To this point, the idea of going online in a civilized manner (文明上网) is a question of degree, of knowing what the limits are. This is easier said than done, and the proper “degree” is not an easy thing to grasp — it is the same for the individual, for the Website, for the government watchdog. And there might also be some things that transcend national boundaries and are tough to control. These questions can’t help but leave one troubled.
The Civilized Movement Has Begun
In recent days, and 14 other Beijing Websites took the lead in raising the “Web Media Self-Discipline Pact” (网络媒体自律公约) to run the Internet in a civilized manner. After this, signees to the pact quickly reached more than 40, and now perhaps all of Beijing’s major Websites are party to the agreement. The curtain has drawn back on a vigorous cultural movement for the spirit of the Web.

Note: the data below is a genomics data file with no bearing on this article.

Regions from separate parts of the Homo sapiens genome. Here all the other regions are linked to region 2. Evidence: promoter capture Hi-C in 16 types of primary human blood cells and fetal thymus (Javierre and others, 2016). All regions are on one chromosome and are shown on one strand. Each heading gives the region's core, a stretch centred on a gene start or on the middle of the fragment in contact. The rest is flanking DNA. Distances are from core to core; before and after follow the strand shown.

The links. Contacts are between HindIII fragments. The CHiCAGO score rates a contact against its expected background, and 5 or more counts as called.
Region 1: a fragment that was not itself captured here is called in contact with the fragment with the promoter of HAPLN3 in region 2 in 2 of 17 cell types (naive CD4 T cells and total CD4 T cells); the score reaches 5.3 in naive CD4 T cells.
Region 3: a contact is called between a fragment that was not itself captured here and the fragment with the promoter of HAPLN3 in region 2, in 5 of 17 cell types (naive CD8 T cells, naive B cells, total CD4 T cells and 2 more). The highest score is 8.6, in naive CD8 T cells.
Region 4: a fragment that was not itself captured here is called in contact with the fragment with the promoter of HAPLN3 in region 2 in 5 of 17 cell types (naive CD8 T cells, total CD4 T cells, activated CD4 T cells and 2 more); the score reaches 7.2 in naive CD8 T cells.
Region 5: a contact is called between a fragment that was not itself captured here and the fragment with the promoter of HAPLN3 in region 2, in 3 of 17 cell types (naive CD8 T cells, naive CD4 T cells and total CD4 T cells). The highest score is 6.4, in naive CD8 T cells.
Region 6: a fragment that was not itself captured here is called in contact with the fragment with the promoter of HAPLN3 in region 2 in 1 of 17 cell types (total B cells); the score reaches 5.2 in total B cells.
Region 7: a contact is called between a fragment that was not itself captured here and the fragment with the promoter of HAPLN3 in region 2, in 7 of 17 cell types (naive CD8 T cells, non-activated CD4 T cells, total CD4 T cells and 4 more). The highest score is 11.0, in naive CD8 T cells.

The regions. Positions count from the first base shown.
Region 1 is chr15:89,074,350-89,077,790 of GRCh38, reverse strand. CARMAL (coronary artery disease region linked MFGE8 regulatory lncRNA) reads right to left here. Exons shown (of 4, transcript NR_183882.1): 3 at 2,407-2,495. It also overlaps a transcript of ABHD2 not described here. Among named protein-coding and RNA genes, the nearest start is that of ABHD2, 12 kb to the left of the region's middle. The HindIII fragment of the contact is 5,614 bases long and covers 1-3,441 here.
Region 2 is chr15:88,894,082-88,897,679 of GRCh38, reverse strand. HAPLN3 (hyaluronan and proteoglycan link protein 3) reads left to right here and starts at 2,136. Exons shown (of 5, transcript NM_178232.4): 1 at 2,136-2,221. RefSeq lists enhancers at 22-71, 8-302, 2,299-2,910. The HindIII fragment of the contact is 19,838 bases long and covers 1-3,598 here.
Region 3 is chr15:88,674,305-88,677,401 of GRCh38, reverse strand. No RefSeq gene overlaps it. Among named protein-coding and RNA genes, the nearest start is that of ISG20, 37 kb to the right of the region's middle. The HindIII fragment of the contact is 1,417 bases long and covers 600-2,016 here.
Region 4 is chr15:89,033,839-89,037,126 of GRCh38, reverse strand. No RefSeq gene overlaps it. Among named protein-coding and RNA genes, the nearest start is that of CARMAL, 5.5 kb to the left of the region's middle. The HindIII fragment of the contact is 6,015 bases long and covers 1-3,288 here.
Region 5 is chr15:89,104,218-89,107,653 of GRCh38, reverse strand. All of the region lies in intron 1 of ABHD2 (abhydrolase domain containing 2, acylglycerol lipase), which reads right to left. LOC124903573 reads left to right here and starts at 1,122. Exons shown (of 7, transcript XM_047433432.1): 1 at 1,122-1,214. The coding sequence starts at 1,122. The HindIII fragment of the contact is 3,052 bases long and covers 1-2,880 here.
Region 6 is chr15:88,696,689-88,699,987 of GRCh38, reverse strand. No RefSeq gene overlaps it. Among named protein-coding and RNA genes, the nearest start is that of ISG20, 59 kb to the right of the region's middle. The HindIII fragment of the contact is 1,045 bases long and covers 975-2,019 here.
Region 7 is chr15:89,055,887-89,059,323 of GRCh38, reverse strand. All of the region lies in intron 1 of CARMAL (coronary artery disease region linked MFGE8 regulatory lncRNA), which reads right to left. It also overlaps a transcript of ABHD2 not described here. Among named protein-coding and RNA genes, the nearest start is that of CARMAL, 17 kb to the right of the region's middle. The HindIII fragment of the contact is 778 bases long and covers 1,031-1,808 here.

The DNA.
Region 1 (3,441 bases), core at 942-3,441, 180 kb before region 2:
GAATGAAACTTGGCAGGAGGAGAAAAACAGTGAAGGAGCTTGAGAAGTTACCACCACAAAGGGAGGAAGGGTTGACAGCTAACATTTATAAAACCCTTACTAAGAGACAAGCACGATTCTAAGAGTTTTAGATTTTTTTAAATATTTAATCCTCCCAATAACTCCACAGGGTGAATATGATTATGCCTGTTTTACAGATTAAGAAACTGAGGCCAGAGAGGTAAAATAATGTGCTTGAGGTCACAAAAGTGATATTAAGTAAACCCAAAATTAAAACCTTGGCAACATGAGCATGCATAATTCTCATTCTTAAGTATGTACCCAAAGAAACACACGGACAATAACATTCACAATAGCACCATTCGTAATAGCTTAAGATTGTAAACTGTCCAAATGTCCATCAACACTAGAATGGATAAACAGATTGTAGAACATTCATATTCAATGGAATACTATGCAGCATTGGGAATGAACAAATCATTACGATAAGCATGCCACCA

Speaking of the Web, of course, the question of how to distinguish clearly between the “civilized” and the “uncivilized” has to be answered first. The self-discipline pact defines 11 categories of content, with specific cases of uncivilized behavior including: broadcast of information that violates national law, impacts national security, destroys social stability, harms relations between ethnic minorities, or [transmits] any material of a religious nature; fake news, paid-for news [有偿新闻/a vague concept covering various forms of unethical news under commercialization], news that violates the rights of others, sensationalist news and false advertising; unhealthy text, images, text or multimedia messages, advertisements, or voice messages; games containing violent or pornographic content; vulgar expressions, images, sound or video; violations of personal privacy, etc. Obviously, most of these problems target Websites …